Suit of the Week: ASOS

ASOS Crepe Suit | CorporetteFor busy working women, the suit is often the easiest outfit to throw on in the morning. In general, this feature is not about interview suits for women, which should be as classic and basic as you get — instead, this feature is about the slightly different suit that is fashionable, yet professional.

Everyone seemed to really love the color of the Escada suit from a few weeks ago, including me — so when I saw this (much) less expensive version from hip retailer ASOS I had to pass it along. Love that bright pink! As of this writing it’s available in sizes 1-14, with matching ankle pants. For work, I’d wear it as styled, with a gray skintight croptop — ha, just kidding! I do like the gray, though — I think it does a better job of muting the pink (as would a cream or a beige); I’d worry a black or white would just make it pop. I might try it with orange or red accessories if I were having fun, or a single metal color to complement my shirt. For some reason I’m seeing silver with a gray shirt, and gold with a cream/beige top. (Ooh: if I were wearing the blazer as a separate this would be a great time to dress in different textures of the same color, like gray.) The blazer (ASOS Blazer In Crepe With Slim Lapel) is $85.74, and the pants (ASOS Cigarette Pants) are $47.64.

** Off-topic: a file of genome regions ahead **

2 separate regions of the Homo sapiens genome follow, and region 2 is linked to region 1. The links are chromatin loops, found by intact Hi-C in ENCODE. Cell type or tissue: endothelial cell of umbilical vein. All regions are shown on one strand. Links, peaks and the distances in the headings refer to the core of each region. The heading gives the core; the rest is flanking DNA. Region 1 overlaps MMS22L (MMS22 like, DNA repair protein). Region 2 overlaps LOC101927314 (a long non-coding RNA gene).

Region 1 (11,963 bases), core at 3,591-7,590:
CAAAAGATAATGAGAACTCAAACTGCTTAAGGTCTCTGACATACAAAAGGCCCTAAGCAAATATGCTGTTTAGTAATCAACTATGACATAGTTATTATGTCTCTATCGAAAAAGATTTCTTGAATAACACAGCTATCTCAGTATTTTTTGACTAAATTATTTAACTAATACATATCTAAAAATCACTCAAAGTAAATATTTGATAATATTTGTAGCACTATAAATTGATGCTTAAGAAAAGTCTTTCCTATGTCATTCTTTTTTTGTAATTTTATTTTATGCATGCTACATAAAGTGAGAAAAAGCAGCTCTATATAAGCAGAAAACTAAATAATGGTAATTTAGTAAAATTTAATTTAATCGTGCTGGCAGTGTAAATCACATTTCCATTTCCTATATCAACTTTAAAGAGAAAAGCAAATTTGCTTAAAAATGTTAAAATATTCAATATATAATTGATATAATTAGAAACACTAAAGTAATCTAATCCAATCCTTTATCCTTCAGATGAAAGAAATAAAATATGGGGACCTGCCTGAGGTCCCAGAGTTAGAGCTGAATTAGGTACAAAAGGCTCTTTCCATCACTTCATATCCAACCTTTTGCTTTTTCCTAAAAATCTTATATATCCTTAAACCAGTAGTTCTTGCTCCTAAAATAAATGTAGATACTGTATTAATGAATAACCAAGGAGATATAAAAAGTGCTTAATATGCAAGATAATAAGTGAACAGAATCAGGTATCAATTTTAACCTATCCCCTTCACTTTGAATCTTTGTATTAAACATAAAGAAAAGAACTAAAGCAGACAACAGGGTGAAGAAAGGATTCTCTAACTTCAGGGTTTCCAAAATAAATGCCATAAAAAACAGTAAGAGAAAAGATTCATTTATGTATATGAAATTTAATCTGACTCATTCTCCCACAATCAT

ASOS Blazer In Crepe With Slim Lapel | Corporette ASOS Cigarette Pants in Crepe | Corporette



  1. I love the jacket! At the moment I have the issue that I seem to be dressing more formally than most oft he women in my office, but it’s only because I need the pockets in my blazers and I haven’t found a cardigan that doesn’t look schlumpy on me. This could be the perfect middle ground.

    • lawsuited :

      I love the whole suit and would wear it with unmitigated glee if it were available in my size.

  2. Housecounsel :

    Beautiful, but I just don’t think I could do that much pink at the office.

    • TO Lawyer :

      I think the blazer would look great over a grey or black dress but I agree – too much pink all together

  3. Anyone have any good resources for full time working moms with a new baby (well I guess not so new anymore, 9-months)? To give you a little bit more context, I just feel like I am struggling in all aspects of my life (work, being a mom, my relationship with my husband, not having enough time to exercise, having no time to do the things I used to enjoy). I feel like I am not doing anything very well, but instead just going through the motions to survive.

    • SuziStockbroker :

      I don’t have any advice except to hire as much help as you can. I think most of us feel like we are not doing anything very well because we are spread so thin. A demanding career and a family is tough, tough, tough, even though it’s totally worth it (most days!).